The world’s largest nation is Russia. However, despite its vastness (almost twice the size of the second biggest country, Canada), life seems to rotate around two individuals, Mr. Vladimir Putin and Dmitry Medvedev.
The two, dubbed in some circles as Siamese twins, seem to decide between themselves who governs the nation and who deputises. In the latest swap, Putin will return to the helm for, at least, the next 12 years, having left only four years ago.
Twelve years from 2012, Putin might reciprocate the good gesture and reward Medvedev with the presidency again since the younger communist kept the seat warm and did not renege on their agreement.
The lesson we pick from the political comedy between Russia’s two men is one: That presidential term limits are not necessarily the distinct yardstick that should be used to measure a country’s democratic maturity.
The growing chorus today tends to dwell on term limits as a key indicator of a functioning democracy as opposed to the means for attaining these virtues such as the process of electioneering.
No doubt that, holding the executive to term limits is generally seen as a good and convenient feature in well-functioning states. It increases responsiveness and places the correct incentives on leaders to be accountable to their constituents.
Indeed for Africa, where some leaders have turned the presidency into a monarchy, in most cases only enjoying the accolades that come with the office without caring for their populace, the issue of term limits becomes even more important.
But in reality and going by what we see in the Russian circus today, term limits have turned out to be a feature that is easily manipulated. It has turned out to be a principle that does not have a significant effect on limiting political careers since leaders who are term-limited simply switch to other elected positions to continue their careers or hand pick their relatives to fill their places or have stand-ins elected to occupy their seats until they are allowed to run again.
Therefore, much as term limits ensure possibility of change of policy and help institutionalise the democratic process, they do not necessarily bar officials from re-running for the very offices they occupied.
With term limits, an incumbent can easily manipulate his way back to the helm by simply anointing a successor (could be a spouse, sibling or close associate), who after one term or two, gives way, just like what we see in Russia. And it’s not Russia alone; the stories are many across the globe.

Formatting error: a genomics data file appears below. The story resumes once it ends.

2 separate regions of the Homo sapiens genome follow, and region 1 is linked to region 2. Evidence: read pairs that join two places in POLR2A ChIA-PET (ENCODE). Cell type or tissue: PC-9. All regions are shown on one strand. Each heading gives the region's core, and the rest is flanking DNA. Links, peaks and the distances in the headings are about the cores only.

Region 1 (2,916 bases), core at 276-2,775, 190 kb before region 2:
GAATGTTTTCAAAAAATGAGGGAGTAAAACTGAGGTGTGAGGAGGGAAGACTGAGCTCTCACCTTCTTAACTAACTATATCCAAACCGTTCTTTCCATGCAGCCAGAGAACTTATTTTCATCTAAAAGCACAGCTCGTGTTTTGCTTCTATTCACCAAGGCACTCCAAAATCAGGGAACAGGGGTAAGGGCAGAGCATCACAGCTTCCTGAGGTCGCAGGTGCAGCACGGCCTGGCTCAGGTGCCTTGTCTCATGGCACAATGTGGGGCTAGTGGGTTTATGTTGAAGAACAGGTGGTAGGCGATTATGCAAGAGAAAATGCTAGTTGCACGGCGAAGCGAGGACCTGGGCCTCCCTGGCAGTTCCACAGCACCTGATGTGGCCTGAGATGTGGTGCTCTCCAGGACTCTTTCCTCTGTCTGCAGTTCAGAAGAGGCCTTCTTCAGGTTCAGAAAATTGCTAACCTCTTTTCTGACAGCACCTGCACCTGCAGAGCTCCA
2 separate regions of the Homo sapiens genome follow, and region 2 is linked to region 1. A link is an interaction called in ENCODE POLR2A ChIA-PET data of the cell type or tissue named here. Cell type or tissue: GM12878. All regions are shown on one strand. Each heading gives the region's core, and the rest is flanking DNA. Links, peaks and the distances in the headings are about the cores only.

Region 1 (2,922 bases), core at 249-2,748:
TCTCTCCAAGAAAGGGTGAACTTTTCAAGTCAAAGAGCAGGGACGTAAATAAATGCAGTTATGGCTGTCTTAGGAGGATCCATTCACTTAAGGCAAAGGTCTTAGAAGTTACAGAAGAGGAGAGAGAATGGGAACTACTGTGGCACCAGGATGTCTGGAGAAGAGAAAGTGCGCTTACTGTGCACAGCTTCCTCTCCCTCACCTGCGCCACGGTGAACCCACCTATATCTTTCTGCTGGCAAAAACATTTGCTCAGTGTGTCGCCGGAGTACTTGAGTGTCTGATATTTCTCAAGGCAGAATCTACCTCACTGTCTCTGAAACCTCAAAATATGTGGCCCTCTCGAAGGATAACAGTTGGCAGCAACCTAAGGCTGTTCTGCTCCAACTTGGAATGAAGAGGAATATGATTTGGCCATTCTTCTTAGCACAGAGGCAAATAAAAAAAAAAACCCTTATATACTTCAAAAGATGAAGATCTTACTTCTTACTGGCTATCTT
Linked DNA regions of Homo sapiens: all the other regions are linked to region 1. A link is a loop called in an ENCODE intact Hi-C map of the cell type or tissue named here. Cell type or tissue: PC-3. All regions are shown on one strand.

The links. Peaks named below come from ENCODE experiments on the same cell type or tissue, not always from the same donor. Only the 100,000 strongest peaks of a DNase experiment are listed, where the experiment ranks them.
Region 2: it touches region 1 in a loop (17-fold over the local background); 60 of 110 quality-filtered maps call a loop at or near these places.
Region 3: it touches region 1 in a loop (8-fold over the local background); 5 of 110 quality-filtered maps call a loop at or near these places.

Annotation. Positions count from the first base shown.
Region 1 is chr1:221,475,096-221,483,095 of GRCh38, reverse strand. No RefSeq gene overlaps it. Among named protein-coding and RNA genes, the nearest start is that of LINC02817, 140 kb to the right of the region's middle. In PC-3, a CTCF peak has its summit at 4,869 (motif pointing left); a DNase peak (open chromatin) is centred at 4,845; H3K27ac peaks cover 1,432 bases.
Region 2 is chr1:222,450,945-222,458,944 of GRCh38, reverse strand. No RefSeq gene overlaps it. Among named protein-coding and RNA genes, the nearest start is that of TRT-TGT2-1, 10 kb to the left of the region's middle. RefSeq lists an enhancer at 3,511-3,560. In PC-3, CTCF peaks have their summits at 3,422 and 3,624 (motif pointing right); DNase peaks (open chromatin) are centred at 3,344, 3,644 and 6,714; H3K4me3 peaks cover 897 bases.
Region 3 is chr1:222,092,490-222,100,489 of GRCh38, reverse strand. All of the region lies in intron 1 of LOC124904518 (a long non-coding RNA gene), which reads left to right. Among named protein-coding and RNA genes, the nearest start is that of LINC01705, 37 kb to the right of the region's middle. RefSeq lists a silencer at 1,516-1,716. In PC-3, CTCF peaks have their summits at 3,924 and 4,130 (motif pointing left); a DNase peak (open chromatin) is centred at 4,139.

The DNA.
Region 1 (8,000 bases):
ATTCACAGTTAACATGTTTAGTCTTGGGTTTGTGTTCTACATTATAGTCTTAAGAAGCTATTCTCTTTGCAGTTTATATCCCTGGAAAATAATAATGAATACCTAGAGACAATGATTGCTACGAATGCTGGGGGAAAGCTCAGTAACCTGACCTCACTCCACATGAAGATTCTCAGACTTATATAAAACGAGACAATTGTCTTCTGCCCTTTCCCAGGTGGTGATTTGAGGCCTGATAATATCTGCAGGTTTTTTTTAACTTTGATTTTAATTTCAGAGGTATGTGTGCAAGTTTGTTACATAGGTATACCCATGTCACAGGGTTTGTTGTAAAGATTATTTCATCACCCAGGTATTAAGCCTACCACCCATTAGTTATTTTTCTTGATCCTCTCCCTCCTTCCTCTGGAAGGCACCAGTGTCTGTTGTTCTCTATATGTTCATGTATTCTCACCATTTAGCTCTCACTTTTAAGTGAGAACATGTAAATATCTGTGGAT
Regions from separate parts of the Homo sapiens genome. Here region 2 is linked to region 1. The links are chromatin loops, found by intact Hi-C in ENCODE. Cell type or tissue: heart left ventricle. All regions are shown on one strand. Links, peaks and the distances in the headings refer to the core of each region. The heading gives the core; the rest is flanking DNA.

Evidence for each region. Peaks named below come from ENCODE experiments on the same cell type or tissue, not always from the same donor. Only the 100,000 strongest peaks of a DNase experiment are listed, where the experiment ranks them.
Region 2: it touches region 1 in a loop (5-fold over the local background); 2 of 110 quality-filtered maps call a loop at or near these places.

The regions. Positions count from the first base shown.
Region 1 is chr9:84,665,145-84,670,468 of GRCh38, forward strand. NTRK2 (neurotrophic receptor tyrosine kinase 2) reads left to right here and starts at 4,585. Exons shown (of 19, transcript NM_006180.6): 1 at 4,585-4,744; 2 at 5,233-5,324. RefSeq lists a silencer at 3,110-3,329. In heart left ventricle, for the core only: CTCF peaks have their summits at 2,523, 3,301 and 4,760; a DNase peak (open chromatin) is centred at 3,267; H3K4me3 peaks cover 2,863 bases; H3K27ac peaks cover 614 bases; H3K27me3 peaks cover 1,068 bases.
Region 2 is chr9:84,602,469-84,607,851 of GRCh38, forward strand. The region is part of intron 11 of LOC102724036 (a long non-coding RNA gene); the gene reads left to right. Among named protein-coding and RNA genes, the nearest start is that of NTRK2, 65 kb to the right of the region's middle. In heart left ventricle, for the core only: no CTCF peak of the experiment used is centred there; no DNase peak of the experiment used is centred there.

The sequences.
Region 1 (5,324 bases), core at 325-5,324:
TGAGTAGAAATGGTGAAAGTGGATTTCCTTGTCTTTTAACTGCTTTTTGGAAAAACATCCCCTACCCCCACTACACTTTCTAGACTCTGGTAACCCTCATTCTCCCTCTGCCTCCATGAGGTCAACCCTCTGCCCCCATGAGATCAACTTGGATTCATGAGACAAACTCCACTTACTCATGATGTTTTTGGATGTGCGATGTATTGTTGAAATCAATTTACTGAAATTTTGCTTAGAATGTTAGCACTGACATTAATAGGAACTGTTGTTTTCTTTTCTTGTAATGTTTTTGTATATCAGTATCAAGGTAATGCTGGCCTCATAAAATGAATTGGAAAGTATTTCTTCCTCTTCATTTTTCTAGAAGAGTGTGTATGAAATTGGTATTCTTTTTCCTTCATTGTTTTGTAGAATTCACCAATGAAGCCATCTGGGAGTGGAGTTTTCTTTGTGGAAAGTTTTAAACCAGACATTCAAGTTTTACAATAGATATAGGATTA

In my view, what we need or should demand are functioning and independent institutions that guarantee a free and fair mechanism of choosing leaders.
More than term limits, we need a level playing field where, at least, candidates have an equal footing and where the outcome is not easily manipulated.
If indeed democracy is the will of the majority, an election devoid of bribery of voters, intimidation, or vote rigging, means that the democratic aspiration of the majority will be respected, irrespective of whether that candidate is running a third, fourth or fifth term.
Zambia is the latest African example to show that peaceful transfer of power is possible. The triumph of an opposition candidate and the willingness of the incumbent to vacate the seat is what, in my own understanding, constitutes a true reflection of democratic success and not limitation of occupancy.
In other words, it’s more to do with running an election in a transparent and credible way and having a mechanism that will ensure that the outcome is respected.
In addition, for this to flourish, it has to be accompanied by existence of strong political organisations that mean business. There must be political parties with functioning structures and internal mechanisms of credibly choosing or recalling their national leaders.
This is the only difference between Africa and countries like Germany, Italy, France or England that do not have term limits. For these countries, a leader whose popularity is waning is simply shown the next exit.
UK’s Labour party is one of the most vivid examples, not to mention the circus that happens almost every month in Japan.
Africans have consistently lacked such political institutions. They instead see parties that are riding behind strong individuals. Apart from South Africa where the ANC threw out Thabo Mbeki, before completing his term, there’s hardly another example to pick on.
Therefore, much as terms limits add value to the democratic dispensation of any country, it should not be taken as the key yardstick for measuring how democratic a country is. What we need most are functioning institutions that guarantee a free and fair exit or entry of a particular individual.
On twitter @aasiimwe